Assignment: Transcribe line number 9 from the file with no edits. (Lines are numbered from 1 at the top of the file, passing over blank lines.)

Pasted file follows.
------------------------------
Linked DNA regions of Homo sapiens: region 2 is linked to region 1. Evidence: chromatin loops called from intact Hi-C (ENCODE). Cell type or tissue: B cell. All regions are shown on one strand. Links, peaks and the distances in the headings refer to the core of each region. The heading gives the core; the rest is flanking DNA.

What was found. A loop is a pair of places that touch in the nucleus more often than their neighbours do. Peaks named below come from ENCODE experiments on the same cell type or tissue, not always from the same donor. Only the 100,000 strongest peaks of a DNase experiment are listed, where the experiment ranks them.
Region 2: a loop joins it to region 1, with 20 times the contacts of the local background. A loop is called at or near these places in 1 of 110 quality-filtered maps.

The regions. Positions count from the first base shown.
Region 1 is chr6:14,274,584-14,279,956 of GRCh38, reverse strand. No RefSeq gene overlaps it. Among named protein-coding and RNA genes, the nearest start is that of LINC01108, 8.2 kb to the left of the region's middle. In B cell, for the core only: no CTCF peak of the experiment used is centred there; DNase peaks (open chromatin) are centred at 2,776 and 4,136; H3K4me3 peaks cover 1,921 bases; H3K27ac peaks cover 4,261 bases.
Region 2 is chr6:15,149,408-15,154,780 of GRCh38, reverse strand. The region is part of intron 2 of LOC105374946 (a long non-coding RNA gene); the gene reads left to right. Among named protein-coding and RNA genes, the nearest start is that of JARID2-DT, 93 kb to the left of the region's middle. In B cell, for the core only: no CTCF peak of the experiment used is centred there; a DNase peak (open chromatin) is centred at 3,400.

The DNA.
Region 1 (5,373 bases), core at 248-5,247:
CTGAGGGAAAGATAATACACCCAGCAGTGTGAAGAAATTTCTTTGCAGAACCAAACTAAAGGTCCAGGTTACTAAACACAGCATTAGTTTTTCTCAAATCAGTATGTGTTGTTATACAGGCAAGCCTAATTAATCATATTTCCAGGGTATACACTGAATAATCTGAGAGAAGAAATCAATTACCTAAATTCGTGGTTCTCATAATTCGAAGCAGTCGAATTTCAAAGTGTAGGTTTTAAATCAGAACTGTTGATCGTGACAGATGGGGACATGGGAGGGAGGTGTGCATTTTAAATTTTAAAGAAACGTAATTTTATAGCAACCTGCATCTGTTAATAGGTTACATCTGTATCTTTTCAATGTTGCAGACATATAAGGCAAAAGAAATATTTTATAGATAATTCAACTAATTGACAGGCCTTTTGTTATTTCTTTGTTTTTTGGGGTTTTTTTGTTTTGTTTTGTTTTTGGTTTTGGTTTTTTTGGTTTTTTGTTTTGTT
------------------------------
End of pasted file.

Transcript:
CTGAGGGAAAGATAATACACCCAGCAGTGTGAAGAAATTTCTTTGCAGAACCAAACTAAAGGTCCAGGTTACTAAACACAGCATTAGTTTTTCTCAAATCAGTATGTGTTGTTATACAGGCAAGCCTAATTAATCATATTTCCAGGGTATACACTGAATAATCTGAGAGAAGAAATCAATTACCTAAATTCGTGGTTCTCATAATTCGAAGCAGTCGAATTTCAAAGTGTAGGTTTTAAATCAGAACTGTTGATCGTGACAGATGGGGACATGGGAGGGAGGTGTGCATTTTAAATTTTAAAGAAACGTAATTTTATAGCAACCTGCATCTGTTAATAGGTTACATCTGTATCTTTTCAATGTTGCAGACATATAAGGCAAAAGAAATATTTTATAGATAATTCAACTAATTGACAGGCCTTTTGTTATTTCTTTGTTTTTTGGGGTTTTTTTGTTTTGTTTTGTTTTTGGTTTTGGTTTTTTTGGTTTTTTGTTTTGTT